We visit a sheepdog competition in Bath, New Hampshire and meet several ‘athletes’ and their trainers who share stories about the challenges and rewards of competitive sheepherding.
Gina learns how to handle a team of Siberian Huskies by taking the Mushing 101 class offered by Ken Haggett of Peace Pups Dog Sledding.
To train a bird dog requires a lot of basic obedience exercises. They must learn how to handle and carry game without destroying it. They must learn to work in the water. A dog must get to the point where it can use its hunting and tracking instincts to find game. The handler undergoes as much training as the dog. Developing into a finely tuned team takes practice and training. Hunting together creates a special bond between hunter and dog. We spent some time at the Diamond Brook Kennel in Brandon to get a taste of what it takes to train hunting dogs.
Skijoring is the sport of cross-country skiing while being pulled by a dog or dogs. It's an offshoot of sled dog racing and has been popular in Scandinavia and Alaska for many years. If you have a dog that's over 35 pounds and is trainable, you both may be candidates for skijoring. It's a terrific way for dogs and their owners to get out and exercise during the long winter months. Other than the cross-country skis, there is not a tremendous amount of equipment needed. Host Marianne Eaton takes a skijoring lesson at the Eden Mountain Lodge and enters a race sponsored by the New England Sled Dog Club.
Perfect shots leading to quick kills are what hunters strive for. But it doesn't always happen. Sometimes a hit a fraction of an inch off means the difference between a fast drop and a long and sometimes fruitless chase after wounded prey. Not being able to recover your animal is every hunter's worst nightmare. And there wasn't much you could do to remedy the situation until now. A small group of expert trackers are coming to the aid of Vermont hunters who have lost their quarry. They're fast. They work for free. And for them, tracking is just a big game. They're leashed tracking dogs. Tracking wounded game is a centuries-old tradition in Central Europe. Leashed dog tracking was first introduced in the U.S. in 1986 when an organization called Deer Search Inc. convinced New York lawmakers to legalize it. You must be licensed to track deer with a dog in Vermont, and it's illegal to hunt deer with a tracking dog. But a licensed tracker may recover a wounded animal. The training starts when the dogs are puppies. They're introduced to the scent of deer early in life, first by following a deer tail dragged through the woods, and then graduating to the blood scent. A wound can produce a fine mist-like trace of blood scent that humans can't smell. But for a well-trained tracking dog, it's like walking in front of him with a hot apple pie. The success rate for these dogs is high. And occasionally these same trackers are even called on to find humans that have wandered off the trail. Host Lawrence Pyne joins Tim Nichols to learn training techniques for leashed dog tracking then heads out with Todd Whitaker of Whitaker's Leashed Dog Tracking on a mission to find a wounded deer during bow season.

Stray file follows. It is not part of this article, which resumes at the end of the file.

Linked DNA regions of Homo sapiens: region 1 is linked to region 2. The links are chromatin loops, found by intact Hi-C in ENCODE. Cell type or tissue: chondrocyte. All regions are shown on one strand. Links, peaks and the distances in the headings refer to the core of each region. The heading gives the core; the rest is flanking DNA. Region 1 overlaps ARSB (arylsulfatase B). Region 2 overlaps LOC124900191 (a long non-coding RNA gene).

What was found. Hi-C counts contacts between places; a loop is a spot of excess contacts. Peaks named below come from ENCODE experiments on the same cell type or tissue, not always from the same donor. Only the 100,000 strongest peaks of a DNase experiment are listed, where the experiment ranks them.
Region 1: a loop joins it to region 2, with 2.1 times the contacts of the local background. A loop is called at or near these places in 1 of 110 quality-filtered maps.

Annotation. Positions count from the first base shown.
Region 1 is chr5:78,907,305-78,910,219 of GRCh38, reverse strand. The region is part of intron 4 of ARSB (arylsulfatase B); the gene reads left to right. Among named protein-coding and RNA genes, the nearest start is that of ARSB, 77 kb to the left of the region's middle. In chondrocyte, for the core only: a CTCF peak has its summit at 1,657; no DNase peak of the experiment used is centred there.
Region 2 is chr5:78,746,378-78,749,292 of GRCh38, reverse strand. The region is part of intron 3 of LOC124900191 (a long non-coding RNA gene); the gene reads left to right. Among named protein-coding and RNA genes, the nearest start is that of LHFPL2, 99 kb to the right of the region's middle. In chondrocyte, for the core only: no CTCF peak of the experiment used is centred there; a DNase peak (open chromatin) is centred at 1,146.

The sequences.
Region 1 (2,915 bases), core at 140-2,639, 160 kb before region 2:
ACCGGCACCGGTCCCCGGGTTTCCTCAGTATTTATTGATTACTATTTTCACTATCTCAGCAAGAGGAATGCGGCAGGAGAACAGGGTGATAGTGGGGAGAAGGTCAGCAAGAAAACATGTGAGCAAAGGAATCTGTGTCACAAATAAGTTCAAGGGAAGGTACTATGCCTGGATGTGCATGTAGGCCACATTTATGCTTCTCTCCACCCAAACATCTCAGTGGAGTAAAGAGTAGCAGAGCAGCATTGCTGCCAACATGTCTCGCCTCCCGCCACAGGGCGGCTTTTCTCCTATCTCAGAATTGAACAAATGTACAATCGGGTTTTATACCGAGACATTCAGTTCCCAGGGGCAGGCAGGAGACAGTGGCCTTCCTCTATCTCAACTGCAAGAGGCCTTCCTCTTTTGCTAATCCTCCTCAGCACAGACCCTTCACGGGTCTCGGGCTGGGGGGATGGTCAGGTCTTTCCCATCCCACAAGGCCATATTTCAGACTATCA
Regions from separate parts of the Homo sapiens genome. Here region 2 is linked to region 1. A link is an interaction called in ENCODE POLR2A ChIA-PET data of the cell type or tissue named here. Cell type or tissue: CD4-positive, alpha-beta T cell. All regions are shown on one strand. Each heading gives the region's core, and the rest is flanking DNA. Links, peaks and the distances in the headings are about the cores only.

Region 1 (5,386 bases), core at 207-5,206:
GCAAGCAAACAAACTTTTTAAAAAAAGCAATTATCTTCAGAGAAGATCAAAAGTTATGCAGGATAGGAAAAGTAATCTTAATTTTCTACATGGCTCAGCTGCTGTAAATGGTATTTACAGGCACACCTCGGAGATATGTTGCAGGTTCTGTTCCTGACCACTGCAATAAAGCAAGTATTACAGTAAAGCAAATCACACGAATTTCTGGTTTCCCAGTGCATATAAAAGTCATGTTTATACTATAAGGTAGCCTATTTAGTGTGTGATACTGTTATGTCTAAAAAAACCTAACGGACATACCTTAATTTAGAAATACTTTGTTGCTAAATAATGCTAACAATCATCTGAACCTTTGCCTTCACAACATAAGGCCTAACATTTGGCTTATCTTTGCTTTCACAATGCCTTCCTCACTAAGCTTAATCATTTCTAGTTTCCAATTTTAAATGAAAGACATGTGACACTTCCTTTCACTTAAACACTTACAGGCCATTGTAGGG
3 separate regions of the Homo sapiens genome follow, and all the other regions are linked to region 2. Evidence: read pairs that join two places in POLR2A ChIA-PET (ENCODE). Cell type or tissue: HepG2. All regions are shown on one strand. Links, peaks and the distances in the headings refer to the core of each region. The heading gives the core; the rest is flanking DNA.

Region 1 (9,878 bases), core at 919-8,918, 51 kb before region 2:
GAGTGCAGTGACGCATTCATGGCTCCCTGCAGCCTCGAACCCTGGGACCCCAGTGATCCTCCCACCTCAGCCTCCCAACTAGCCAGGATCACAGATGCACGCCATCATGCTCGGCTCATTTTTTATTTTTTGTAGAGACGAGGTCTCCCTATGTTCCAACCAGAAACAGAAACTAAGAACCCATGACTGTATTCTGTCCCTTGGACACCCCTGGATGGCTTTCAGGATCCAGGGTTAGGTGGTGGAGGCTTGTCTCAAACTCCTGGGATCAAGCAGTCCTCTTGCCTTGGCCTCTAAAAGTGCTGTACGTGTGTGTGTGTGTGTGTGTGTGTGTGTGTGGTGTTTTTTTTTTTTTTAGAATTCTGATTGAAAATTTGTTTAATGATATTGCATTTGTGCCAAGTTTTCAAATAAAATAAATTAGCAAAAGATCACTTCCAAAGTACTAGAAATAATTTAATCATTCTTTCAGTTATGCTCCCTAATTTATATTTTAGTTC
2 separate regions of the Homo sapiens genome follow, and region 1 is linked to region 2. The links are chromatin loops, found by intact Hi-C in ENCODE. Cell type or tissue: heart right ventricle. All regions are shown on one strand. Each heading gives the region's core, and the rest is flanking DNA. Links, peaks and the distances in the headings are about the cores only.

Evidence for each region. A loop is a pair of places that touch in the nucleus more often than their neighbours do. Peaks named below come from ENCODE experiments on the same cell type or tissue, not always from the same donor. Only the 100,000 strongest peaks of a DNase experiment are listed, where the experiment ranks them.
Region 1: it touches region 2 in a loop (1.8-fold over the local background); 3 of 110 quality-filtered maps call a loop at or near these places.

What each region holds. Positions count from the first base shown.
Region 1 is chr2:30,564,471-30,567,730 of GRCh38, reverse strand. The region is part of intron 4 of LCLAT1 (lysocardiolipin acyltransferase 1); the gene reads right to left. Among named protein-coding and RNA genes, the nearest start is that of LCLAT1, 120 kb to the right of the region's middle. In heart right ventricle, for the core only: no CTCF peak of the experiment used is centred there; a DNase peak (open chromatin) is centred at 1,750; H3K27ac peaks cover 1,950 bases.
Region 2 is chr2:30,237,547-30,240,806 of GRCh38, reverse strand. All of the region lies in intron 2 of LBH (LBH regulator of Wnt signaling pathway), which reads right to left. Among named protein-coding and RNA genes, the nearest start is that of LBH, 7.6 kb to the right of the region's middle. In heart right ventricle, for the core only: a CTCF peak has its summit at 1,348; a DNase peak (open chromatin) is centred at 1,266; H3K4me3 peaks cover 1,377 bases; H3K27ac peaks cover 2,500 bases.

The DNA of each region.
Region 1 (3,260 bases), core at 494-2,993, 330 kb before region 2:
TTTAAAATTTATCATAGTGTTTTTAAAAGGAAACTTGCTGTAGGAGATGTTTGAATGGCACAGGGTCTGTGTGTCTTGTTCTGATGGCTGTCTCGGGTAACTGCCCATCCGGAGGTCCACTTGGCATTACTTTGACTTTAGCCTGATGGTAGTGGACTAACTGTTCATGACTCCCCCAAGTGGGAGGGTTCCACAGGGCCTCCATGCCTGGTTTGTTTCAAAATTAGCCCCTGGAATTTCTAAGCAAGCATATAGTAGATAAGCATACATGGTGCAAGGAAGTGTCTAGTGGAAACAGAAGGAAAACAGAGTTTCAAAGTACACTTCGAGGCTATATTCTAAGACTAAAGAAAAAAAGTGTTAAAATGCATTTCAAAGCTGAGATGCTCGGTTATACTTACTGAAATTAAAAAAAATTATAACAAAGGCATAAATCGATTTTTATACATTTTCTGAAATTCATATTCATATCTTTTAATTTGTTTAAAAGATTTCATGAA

- Whitakers Leashed Dog Tracking
Todd & Wendy Whitaker - Handlers
- Deer Search Inc.
- Leashed Dog Tracking Service
46 Brookside Lane
Granville, NY 12832
The sport of dog sledding evolved from the common use of sled dogs in harsh polar regions as work animals. The gold rush helped add a demand for powerful dogs such as the Alaskan Malamutes and Siberian Huskies. And though airplanes began replacing sled dogs as carriers of supplies and mail in the 1920s, the allure of mushing continued, evolving into a sport. In 1925 an outbreak of diphtheria occurred in Nome, Alaska, requiring serum to be sent from Nenana, over 600 miles away. With temperatures reaching 50 degrees below zero, a relay team of sled dogs was set up to make a dramatic run, delivering the serum in just over five days. The event inspired the Iditarod Trail Sled Dog Race, which now covers over 1,100 miles Bruce Linton of Green Mountain Dog Sled Adventures hopes to qualify for the Iditarod. His company in Morrisville, Vt., is a great place to get an introduction to dog sledding. He has about eighty spirited Alaskan Huskies that will take you on an incredible winter ride. He says people are often surprised when they first meet the dogs. "I can't tell you how many people come up here and say, 'your dogs are so friendly. I can't believe how friendly they are.' " The popular misconception is that they're big, aggressive animals. The average female Alaskan Husky weighs only about 45 pounds. And they love to run. They sense the change in the weather and begin to get excited when it gets cold. A careful training regime is followed to allow the dogs to slowly build up their stamina and not overexert themselves. Their engines run high in winter. A single dog can burn up to 10,000 calories a day pulling in the cold, requiring a special diet high in fat and protein. At Green Mountain Dog Sled Adventures, you can learn about the care and feeding of these magnificent dogs. You can learn about the sport and how to hook up a team and drive. Or you can just sit back and go for ride in the snow. Host Marianne Eaton joins Bruce Linton of Green Mountain Dog Sled Adventures for a little introduction to the sport of dog sledding.